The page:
Azazel may be a wilderness-demon, but its identity is mysterious. Chapters 17—26 are the Holiness code. It begins with a prohibition on all slaughter of animals outside the Temple, even for food, and then prohibits a long list of sexual contacts and also child sacrifice. The "holiness" injunctions which give the code its name begin with the next section: there are penalties for the worship of Molech , consulting mediums and wizards, cursing one's parents and engaging in unlawful sex.
Priests receive instruction on mourning rituals and acceptable bodily defects. The punishment for blasphemy is death, and there is the setting of rules for eating sacrifices; there is an explanation of the calendar, and there are rules for sabbatical and Jubilee years; there are rules for oil lamps and bread in the sanctuary; and there are rules for slavery.
Chapter 27 is a disparate and probably late addition telling about persons and things serving as dedication to the Lord and how one can redeem, instead of fulfill, vows.
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The entire composition of the book of Leviticus is Priestly literature. Many scholars argue that the rituals of Leviticus have a theological meaning concerning Israel's relationship with its God. Jacob Milgrom was especially influential in spreading this view. He maintained that the priestly regulations in Leviticus expressed a rational system of theological thought. The writers expected them to be put into practice in Israel's temple, so the rituals would express this theology as well, as well as ethical concern for the poor.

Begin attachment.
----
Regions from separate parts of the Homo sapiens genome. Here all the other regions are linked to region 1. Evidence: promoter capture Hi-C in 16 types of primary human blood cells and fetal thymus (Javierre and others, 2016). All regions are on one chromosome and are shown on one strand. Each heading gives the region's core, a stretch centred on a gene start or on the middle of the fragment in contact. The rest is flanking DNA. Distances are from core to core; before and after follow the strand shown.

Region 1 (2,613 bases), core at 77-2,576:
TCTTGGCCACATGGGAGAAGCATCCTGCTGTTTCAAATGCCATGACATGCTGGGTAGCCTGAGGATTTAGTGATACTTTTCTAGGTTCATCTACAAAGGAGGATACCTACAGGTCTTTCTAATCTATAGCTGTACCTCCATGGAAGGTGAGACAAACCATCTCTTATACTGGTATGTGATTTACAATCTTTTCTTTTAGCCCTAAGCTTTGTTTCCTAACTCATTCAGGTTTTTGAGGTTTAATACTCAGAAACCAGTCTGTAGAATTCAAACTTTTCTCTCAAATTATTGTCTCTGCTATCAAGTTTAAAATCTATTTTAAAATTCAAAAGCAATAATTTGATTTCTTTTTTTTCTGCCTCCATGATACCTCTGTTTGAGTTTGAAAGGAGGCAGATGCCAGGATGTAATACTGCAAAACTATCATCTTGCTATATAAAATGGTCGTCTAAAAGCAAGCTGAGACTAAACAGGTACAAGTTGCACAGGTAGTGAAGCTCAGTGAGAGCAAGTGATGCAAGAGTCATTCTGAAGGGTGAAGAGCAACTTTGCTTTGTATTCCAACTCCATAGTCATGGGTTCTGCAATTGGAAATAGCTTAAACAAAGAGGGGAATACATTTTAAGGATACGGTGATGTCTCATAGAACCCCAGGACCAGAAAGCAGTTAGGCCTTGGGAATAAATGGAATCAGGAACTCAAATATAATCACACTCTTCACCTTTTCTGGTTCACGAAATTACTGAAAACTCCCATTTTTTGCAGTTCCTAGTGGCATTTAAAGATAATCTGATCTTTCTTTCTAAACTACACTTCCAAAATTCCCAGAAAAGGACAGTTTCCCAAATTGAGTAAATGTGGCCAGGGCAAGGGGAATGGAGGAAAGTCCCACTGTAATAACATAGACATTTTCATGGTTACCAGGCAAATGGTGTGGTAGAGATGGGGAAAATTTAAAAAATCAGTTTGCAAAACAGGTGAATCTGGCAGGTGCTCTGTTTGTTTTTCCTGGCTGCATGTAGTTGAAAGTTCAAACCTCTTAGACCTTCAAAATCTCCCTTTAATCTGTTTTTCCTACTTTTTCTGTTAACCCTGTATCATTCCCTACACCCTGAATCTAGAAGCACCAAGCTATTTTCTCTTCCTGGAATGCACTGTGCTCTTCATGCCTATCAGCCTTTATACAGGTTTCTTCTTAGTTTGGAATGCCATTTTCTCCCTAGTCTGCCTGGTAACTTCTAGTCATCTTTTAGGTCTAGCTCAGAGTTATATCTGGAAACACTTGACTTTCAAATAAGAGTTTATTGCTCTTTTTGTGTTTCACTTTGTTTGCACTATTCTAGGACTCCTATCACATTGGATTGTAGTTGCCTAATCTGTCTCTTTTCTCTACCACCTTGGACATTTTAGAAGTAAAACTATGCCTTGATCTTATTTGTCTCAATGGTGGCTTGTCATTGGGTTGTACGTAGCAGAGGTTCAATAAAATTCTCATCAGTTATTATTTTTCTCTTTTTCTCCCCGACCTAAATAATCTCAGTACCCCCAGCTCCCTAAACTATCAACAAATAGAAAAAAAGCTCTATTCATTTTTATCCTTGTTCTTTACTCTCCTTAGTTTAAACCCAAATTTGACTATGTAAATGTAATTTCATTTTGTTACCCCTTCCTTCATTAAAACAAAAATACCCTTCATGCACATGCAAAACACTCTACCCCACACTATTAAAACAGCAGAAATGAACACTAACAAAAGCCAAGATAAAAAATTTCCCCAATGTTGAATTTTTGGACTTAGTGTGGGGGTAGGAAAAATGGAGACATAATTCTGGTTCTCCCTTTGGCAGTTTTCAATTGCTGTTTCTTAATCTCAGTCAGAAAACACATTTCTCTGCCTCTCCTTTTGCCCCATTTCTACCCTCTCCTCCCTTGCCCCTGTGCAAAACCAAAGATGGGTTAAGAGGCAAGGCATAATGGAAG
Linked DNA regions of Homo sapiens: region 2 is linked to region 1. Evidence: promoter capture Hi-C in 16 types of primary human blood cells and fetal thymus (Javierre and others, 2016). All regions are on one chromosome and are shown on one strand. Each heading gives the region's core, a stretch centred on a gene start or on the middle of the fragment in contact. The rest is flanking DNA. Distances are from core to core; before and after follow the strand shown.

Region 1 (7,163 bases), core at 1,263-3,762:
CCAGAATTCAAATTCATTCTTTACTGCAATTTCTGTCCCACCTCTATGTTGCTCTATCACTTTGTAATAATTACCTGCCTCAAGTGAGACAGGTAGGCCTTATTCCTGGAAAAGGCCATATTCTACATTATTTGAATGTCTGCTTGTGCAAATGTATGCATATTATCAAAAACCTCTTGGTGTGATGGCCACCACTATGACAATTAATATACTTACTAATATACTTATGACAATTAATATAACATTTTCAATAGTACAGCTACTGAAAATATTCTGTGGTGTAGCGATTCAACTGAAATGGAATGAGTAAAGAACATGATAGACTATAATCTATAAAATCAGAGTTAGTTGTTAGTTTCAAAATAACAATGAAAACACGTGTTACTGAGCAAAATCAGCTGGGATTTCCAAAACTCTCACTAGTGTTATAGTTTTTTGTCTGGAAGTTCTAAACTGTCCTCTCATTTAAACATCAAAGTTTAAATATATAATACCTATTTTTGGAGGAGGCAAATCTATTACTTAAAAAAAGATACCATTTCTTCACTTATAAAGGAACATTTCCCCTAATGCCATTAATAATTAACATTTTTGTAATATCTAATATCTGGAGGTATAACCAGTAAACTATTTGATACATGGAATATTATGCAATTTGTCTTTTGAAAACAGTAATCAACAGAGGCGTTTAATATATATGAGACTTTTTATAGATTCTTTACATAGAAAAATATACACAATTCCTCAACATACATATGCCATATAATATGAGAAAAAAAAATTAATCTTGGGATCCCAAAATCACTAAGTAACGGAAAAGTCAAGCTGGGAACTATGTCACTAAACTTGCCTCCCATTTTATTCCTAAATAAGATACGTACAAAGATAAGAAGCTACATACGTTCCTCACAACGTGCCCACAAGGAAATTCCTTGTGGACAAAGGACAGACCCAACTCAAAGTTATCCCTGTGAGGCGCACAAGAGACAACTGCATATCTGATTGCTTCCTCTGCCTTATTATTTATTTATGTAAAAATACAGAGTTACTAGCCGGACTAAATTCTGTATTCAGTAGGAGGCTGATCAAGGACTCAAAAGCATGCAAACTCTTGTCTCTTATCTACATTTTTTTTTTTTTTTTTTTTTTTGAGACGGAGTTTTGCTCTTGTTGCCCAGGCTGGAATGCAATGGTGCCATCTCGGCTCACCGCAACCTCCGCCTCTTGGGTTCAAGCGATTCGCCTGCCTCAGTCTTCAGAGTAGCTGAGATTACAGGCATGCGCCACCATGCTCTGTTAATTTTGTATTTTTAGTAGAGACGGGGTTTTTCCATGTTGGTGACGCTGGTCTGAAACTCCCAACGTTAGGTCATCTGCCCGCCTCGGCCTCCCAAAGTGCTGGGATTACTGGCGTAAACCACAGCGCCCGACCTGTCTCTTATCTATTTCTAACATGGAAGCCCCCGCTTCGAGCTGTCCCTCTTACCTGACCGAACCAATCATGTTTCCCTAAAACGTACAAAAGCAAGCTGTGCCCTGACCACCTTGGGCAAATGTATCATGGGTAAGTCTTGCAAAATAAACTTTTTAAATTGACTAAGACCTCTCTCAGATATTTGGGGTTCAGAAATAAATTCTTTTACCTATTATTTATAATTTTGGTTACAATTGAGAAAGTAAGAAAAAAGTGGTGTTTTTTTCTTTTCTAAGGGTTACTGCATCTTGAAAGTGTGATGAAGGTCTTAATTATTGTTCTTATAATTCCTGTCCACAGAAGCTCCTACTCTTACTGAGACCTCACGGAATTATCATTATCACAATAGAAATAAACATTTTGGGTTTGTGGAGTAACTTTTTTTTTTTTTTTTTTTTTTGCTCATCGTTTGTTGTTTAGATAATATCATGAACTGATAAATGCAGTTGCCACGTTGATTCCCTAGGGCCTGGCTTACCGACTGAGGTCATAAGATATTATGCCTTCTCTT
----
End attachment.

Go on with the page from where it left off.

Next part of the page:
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Marx, Balentine , though some have questioned how systematic they really are. The main function of the priests is service at the altar, and only the sons of Aaron are priests in the full sense. In chapter 10, God kills Nadab and Abihu , the oldest sons of Aaron, for offering "strange incense".